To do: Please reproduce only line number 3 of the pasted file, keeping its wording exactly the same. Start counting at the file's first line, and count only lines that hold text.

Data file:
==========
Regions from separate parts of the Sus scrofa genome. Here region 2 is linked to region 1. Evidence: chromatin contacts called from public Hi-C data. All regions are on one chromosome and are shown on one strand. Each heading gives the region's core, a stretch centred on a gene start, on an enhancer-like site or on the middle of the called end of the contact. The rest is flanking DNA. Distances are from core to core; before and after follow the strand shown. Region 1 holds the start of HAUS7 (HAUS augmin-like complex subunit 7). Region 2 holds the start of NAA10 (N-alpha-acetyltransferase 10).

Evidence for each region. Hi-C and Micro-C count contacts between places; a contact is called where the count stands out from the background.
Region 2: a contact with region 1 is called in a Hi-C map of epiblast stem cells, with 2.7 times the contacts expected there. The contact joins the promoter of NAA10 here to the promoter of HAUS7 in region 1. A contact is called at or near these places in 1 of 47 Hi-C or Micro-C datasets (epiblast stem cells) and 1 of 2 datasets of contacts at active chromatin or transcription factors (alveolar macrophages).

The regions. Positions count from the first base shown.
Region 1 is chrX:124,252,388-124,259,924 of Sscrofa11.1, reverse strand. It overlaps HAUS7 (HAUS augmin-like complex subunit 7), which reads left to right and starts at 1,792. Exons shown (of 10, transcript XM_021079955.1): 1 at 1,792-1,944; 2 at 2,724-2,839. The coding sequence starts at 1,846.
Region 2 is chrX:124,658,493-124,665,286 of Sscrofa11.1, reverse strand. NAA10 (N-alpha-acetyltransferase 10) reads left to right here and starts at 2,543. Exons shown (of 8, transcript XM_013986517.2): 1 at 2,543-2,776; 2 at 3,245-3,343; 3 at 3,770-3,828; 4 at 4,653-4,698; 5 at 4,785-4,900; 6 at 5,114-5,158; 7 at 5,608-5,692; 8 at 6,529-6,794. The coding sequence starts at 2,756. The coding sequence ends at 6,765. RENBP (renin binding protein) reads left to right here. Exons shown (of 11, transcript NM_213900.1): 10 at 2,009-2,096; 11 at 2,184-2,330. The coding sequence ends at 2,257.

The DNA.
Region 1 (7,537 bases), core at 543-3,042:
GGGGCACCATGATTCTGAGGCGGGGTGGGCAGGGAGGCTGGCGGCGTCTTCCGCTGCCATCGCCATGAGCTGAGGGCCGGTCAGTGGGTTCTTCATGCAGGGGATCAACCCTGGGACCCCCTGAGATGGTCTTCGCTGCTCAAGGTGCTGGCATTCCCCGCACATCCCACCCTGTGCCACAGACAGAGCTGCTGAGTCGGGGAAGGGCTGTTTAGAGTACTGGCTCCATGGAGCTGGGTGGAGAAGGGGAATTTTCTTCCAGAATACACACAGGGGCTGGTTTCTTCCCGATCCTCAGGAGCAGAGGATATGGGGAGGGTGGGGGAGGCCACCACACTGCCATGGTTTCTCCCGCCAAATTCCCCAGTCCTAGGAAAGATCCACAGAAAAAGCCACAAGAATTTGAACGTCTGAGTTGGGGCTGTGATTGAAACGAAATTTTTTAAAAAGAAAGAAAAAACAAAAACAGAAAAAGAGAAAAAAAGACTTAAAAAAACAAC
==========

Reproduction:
Region 2: a contact with region 1 is called in a Hi-C map of epiblast stem cells, with 2.7 times the contacts expected there. The contact joins the promoter of NAA10 here to the promoter of HAUS7 in region 1. A contact is called at or near these places in 1 of 47 Hi-C or Micro-C datasets (epiblast stem cells) and 1 of 2 datasets of contacts at active chromatin or transcription factors (alveolar macrophages).